1 Corinthians 11:7 says that a man is the image and glory of God. I just love that. God has designed the man as the leader and head of the home. He has purposefully created men to cultivate and to build (Gen. 2:15), so I think the important issue with being a Daddy on Mission is that you have to fight in the Battle as you build.

God created Daddy’s to cultivate their children through discipline, love, encouragement, rebuke, and making sure there is steady progress in the family. But the reality is that since the fall where sin made its first ugly appearance, Daddy’s have to work hard at cultivating (Gen. 3:17-19). It doesn’t come natural and it doesn’t happen over night.

I sense the fight in our family. When my husband Jeremiah leads the three of us in prayer before bed time every night, searches out the deeper things in my heart, loves me and John well, and is being the spiritual leader he was created to be, there are all kinds of things that want to thwart that mission.

I can be a very difficult wife sometimes and an impatient mommy. John can be fussy, disobedient, and a handful. Jeremiah sometimes gives into his flesh and has a hard time leading. All of that coupled with the flesh, spiritual warfare, baggage, and Satan’s ultimate plan to destroy the family can’t be diminished.

But what I do see is that Jeremiah puts his armor on daily and is ready to fight back. He’s not perfect, but he works hard at loving us even when he doesn’t always get the response he wants. He strives to love me like Christ loved the church by being in the word, confessing sin, staying pure, and being held accountable to other guys. His love has encouraged me to be the person God created me to be. And honestly, I think he “gets” how to love much more than I do.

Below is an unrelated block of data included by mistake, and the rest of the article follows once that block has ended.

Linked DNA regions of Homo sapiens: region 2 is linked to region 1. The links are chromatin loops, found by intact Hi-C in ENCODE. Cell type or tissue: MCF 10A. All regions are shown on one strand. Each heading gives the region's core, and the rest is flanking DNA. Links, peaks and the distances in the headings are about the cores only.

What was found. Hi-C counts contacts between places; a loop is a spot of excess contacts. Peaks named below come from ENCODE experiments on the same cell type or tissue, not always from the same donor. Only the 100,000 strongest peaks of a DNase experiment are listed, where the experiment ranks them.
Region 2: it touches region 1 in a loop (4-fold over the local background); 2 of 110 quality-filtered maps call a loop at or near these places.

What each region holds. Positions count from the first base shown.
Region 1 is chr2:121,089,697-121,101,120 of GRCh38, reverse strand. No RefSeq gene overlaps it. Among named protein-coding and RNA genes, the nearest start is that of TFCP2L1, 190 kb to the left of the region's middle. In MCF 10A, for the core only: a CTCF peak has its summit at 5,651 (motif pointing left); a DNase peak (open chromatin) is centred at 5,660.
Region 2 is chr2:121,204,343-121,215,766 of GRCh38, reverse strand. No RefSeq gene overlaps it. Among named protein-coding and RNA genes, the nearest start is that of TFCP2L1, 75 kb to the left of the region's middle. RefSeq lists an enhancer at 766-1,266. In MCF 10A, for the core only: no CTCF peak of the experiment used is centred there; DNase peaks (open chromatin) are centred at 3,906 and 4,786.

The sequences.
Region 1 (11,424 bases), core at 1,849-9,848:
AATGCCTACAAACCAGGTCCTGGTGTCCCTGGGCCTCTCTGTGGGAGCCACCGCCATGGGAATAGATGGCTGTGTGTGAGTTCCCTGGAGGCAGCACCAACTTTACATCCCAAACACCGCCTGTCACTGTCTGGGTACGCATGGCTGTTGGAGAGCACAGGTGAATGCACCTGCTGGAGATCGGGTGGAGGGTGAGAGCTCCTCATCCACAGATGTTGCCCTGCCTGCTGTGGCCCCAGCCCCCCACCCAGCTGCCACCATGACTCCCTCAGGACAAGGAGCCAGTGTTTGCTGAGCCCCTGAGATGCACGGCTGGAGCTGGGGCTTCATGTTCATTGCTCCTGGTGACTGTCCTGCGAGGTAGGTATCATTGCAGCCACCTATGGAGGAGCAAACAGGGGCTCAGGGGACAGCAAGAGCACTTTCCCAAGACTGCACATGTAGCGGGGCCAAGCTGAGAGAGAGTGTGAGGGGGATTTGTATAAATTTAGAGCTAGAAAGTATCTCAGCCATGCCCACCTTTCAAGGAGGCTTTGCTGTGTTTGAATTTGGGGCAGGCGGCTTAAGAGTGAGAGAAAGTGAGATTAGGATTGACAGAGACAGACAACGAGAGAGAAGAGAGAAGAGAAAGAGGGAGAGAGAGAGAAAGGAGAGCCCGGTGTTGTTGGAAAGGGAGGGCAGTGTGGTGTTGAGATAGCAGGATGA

While he fights to cultivate well, I’m also learning that it’s my role to build him up and not tear him down when he has failed. I realize the implications of that are massive. Choosing to tear down could result in another casualty- a mere tragedy all together.

So why do you have to be in the war? How come it’s just so hard sometimes?

In our experience, we’re learning to expect the battle because we’re fallen. In our marriage and in raising John, we’re starting to appreciate the gospel even more. We treasure God’s constant grace on our failures and sin. We become more dependent on him to make it through each day because some days are just plain hard. We’re thankful he’s in the process of sanctifying us for his glory.

Daddy’s have such a high calling as cultivators of their marriage and their children and to love without conditions. And apart from the Holy Spirit’s transforming power in a man’s life, it’s impossible to be the cultivator God desires. But Daddy’s who are in Christ, have been given everything they need to stand strong and fight the battle against sin.

So build away, and continue to let God be your ultimate strength as you raise your family. We need you, Daddy, more than you could ever imagine!

Question: What challenges do you face in being on mission as a cultivator? What rewards? What do you want wives and mommy’s out there to know about “the fight”?